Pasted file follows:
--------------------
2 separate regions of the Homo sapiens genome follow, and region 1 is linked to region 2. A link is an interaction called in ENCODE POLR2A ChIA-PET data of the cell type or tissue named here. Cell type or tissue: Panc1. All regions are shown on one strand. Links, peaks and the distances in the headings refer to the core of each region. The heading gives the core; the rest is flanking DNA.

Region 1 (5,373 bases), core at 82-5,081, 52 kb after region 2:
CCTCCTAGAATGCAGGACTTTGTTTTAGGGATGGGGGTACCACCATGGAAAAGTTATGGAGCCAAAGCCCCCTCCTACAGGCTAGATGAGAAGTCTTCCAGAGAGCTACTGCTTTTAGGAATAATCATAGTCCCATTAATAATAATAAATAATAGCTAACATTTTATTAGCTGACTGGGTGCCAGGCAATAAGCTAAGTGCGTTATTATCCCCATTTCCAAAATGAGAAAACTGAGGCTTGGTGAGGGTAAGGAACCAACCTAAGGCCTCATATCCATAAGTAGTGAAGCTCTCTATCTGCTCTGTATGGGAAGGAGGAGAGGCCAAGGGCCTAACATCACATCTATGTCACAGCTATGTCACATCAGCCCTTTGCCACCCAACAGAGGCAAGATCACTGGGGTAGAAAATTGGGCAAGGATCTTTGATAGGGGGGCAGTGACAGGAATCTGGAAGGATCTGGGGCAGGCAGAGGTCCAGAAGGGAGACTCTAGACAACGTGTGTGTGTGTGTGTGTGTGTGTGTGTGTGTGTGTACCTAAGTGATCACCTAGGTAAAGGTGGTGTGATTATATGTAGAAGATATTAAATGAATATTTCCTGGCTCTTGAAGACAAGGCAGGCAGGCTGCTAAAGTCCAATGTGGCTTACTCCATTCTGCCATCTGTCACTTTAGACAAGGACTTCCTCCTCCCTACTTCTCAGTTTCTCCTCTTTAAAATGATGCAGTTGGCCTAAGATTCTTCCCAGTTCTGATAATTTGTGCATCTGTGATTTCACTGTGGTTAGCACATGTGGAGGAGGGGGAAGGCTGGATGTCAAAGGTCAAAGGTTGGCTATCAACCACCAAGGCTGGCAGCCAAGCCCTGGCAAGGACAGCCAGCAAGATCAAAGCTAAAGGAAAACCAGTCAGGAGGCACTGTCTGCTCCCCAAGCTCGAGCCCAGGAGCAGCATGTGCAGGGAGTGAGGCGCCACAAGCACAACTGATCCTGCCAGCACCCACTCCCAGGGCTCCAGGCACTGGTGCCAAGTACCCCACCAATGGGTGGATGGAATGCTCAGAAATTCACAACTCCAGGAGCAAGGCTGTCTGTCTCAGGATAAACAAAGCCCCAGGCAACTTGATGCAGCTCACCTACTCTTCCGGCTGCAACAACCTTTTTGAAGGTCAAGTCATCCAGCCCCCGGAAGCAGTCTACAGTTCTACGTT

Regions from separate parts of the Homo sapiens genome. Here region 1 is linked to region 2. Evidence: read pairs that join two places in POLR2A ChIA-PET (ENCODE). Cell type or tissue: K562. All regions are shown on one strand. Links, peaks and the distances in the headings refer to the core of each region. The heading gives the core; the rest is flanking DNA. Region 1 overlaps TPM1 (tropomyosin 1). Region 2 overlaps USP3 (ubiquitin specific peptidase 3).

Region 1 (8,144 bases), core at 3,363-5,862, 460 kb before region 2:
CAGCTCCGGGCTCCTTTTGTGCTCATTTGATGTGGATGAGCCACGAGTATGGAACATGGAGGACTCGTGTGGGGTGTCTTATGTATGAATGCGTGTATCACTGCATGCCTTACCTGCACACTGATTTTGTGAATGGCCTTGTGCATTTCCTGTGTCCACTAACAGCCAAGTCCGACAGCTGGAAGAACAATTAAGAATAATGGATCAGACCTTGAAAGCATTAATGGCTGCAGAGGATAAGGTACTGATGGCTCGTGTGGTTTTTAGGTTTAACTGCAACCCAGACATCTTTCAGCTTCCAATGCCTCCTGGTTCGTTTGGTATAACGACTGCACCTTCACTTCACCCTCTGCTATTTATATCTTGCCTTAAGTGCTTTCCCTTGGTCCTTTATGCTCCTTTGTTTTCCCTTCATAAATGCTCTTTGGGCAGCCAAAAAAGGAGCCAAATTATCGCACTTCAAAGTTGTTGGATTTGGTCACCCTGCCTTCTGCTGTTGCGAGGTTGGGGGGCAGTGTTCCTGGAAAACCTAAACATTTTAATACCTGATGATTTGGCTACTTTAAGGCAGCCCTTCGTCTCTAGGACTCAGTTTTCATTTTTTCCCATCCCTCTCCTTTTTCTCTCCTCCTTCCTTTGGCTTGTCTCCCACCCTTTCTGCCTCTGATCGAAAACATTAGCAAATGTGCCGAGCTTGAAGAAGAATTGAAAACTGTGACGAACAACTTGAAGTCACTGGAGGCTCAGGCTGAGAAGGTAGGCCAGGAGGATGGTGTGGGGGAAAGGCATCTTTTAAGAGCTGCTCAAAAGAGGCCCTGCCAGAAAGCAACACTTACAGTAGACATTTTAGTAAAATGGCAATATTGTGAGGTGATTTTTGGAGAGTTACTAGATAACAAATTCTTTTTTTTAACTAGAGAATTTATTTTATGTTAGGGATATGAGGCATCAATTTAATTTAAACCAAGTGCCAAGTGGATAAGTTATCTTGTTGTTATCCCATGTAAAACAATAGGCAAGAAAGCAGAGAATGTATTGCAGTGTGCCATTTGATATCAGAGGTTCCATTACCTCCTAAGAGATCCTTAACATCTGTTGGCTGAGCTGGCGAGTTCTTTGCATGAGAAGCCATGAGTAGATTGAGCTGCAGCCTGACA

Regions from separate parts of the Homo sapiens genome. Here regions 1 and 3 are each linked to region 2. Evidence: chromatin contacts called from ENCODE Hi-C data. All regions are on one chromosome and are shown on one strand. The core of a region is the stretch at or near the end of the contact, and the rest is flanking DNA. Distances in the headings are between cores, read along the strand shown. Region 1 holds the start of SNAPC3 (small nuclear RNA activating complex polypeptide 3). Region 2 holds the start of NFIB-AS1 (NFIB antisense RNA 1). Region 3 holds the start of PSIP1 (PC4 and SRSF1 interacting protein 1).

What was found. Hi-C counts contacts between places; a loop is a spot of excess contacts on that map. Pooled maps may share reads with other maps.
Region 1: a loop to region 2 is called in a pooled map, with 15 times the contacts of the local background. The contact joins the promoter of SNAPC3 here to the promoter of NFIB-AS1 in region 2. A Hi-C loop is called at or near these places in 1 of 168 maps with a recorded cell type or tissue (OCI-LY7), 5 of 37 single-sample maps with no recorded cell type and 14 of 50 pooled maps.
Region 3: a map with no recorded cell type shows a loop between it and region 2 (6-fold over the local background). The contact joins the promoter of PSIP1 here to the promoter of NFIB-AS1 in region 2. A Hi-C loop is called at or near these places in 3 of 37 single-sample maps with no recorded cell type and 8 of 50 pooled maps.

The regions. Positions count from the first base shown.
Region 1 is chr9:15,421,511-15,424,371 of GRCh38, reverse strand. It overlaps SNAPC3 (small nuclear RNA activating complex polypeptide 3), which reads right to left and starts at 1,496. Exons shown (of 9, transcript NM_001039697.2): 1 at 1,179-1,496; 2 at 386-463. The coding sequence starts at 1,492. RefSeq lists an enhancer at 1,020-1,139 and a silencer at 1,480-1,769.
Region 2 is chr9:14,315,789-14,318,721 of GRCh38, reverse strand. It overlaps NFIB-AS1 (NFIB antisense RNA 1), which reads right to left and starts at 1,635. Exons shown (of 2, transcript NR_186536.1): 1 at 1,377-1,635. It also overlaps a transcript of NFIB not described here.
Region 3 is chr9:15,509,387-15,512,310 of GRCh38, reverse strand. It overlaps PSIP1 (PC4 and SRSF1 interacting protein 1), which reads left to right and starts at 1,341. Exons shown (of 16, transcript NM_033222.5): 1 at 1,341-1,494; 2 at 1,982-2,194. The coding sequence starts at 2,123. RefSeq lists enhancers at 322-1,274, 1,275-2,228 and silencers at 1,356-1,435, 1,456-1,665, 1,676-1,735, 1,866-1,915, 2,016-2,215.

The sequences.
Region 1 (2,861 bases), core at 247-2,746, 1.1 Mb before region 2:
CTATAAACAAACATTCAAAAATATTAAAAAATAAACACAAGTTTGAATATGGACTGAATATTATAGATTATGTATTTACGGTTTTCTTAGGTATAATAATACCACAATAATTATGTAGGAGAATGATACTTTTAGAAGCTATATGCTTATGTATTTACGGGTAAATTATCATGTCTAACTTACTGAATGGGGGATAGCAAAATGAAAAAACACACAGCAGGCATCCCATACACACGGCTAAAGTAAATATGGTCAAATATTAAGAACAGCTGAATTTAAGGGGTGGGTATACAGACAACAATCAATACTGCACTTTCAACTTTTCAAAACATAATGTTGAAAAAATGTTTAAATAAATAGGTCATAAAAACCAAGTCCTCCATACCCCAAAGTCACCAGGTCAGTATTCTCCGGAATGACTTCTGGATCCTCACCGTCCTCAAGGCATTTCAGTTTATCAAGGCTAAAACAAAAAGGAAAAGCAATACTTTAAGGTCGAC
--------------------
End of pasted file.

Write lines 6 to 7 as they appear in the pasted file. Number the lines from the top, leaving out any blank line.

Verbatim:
CAGCTCCGGGCTCCTTTTGTGCTCATTTGATGTGGATGAGCCACGAGTATGGAACATGGAGGACTCGTGTGGGGTGTCTTATGTATGAATGCGTGTATCACTGCATGCCTTACCTGCACACTGATTTTGTGAATGGCCTTGTGCATTTCCTGTGTCCACTAACAGCCAAGTCCGACAGCTGGAAGAACAATTAAGAATAATGGATCAGACCTTGAAAGCATTAATGGCTGCAGAGGATAAGGTACTGATGGCTCGTGTGGTTTTTAGGTTTAACTGCAACCCAGACATCTTTCAGCTTCCAATGCCTCCTGGTTCGTTTGGTATAACGACTGCACCTTCACTTCACCCTCTGCTATTTATATCTTGCCTTAAGTGCTTTCCCTTGGTCCTTTATGCTCCTTTGTTTTCCCTTCATAAATGCTCTTTGGGCAGCCAAAAAAGGAGCCAAATTATCGCACTTCAAAGTTGTTGGATTTGGTCACCCTGCCTTCTGCTGTTGCGAGGTTGGGGGGCAGTGTTCCTGGAAAACCTAAACATTTTAATACCTGATGATTTGGCTACTTTAAGGCAGCCCTTCGTCTCTAGGACTCAGTTTTCATTTTTTCCCATCCCTCTCCTTTTTCTCTCCTCCTTCCTTTGGCTTGTCTCCCACCCTTTCTGCCTCTGATCGAAAACATTAGCAAATGTGCCGAGCTTGAAGAAGAATTGAAAACTGTGACGAACAACTTGAAGTCACTGGAGGCTCAGGCTGAGAAGGTAGGCCAGGAGGATGGTGTGGGGGAAAGGCATCTTTTAAGAGCTGCTCAAAAGAGGCCCTGCCAGAAAGCAACACTTACAGTAGACATTTTAGTAAAATGGCAATATTGTGAGGTGATTTTTGGAGAGTTACTAGATAACAAATTCTTTTTTTTAACTAGAGAATTTATTTTATGTTAGGGATATGAGGCATCAATTTAATTTAAACCAAGTGCCAAGTGGATAAGTTATCTTGTTGTTATCCCATGTAAAACAATAGGCAAGAAAGCAGAGAATGTATTGCAGTGTGCCATTTGATATCAGAGGTTCCATTACCTCCTAAGAGATCCTTAACATCTGTTGGCTGAGCTGGCGAGTTCTTTGCATGAGAAGCCATGAGTAGATTGAGCTGCAGCCTGACA

Regions from separate parts of the Homo sapiens genome. Here regions 1 and 3 are each linked to region 2. Evidence: chromatin contacts called from ENCODE Hi-C data. All regions are on one chromosome and are shown on one strand. The core of a region is the stretch at or near the end of the contact, and the rest is flanking DNA. Distances in the headings are between cores, read along the strand shown. Region 1 holds the start of SNAPC3 (small nuclear RNA activating complex polypeptide 3). Region 2 holds the start of NFIB-AS1 (NFIB antisense RNA 1). Region 3 holds the start of PSIP1 (PC4 and SRSF1 interacting protein 1).